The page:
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Rolling the Dice

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This is more, so much more, than just the opening week of the 2011 baseball season. It’s also – cue the confetti – the 50th anniversary of Strat-O-Matic Baseball,the favorite board game of my youth. Without it, I might not be a sportswriter today (or at least, I wouldn’t have as intimate a knowledge of, say, the ’65 Twins).

Strat, as we called it, had none of the high-tech bells and whistles you see in today’s CD-ROMs and whatnot – not in its original version, anyway. At the risk of oversimplification, it consisted of a cardboard playing field, a set of three dice (one white, two red) and individual hitter and pitcher cards (which were computer generated to, hypothetically, approximate a player’s performance). When you rolled the dice, the result might be a home run, a groundout to second or an error by the center fielder. It was all probability-based and much more realistic than any other baseball game out there.

(It also didn’t have a spinner. That alone made you feel like more of a grownup.)

I stumbled on Strat in the mid-’60s and played it religiously through my Little League years and beyond. Nothing was more fun than the summer my two brothers and I proselytized our three cousins during a two-week vacation in Massachusetts. We each chose a team – I’m pretty sure mine was the ’64 Yankees (Mickey Mantle’s last great season) – and staged wicked battles on the dining room table or the basement rug. We kept standings and statistics and everything (as did most Strat disciples).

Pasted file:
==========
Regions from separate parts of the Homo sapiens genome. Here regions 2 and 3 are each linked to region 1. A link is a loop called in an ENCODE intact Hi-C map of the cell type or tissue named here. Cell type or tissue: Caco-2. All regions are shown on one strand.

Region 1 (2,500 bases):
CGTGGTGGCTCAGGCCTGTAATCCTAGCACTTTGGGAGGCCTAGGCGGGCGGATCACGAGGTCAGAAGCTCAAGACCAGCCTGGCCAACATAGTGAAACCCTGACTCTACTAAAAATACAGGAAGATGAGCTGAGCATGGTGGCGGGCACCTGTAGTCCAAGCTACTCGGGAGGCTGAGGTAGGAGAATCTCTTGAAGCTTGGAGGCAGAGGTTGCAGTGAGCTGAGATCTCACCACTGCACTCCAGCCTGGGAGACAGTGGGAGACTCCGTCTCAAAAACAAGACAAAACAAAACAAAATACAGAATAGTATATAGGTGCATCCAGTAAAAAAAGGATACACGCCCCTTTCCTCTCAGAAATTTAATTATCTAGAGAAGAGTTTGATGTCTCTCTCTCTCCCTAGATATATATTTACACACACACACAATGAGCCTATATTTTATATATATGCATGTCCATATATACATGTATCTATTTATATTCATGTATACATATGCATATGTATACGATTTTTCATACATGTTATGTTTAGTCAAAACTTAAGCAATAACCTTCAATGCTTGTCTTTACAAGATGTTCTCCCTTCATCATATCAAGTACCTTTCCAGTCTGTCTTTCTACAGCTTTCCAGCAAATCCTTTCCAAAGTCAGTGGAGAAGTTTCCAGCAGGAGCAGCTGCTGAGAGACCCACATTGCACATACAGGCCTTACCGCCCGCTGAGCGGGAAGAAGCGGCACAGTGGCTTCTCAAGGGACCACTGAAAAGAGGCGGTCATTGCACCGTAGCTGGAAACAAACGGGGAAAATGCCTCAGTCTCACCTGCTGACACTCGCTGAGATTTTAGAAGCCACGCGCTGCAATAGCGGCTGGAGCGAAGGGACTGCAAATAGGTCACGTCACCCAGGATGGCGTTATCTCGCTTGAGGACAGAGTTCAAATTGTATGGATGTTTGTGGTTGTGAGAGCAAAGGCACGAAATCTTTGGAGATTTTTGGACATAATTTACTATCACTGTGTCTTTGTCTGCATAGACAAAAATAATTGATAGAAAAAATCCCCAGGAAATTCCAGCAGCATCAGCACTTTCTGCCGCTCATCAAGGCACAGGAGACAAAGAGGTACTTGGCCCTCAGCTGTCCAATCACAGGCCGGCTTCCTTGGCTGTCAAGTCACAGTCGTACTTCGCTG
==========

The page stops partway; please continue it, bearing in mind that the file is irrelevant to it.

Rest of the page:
The best thing about the game, of course, is that there were no rainouts, no matter what the weather outside. That’s not to say, though, that there wasn’t the occasional spilled Slurpee (but that only happened, I think, when the Twins were home early in the season).

Strat-O-Matic’s creator, Hal Richman, has gotten a ton of publicity in this golden anniversary year. Here are some of the stories written about him, including a piece in the New York Times. Richman, now 75, is amazed that the game he began developing as a kid remains so popular. Naturally, Strat has joined the computer age, but you can still play it the old-fashioned way – and many do.

(FYI: Later I branched out to Strat-O-Matic Pro Football, which could also be an obsessive pursuit. But that’s a whole other blog. Another time, maybe.)

 

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About the Author
Dan Daly

Dan Daly

Dan Daly has been writing about sports for the Washington Times since 1982. He has won numerous national and local awards, appears regularly in NFL Films’ historical features and is the co-author of "The Pro Football Chronicle,” a decade-by-decade history of the game. Follow Dan on Twitter at @dandalyonsports –- or e-mail him at ddaly@washingtontimes.com.

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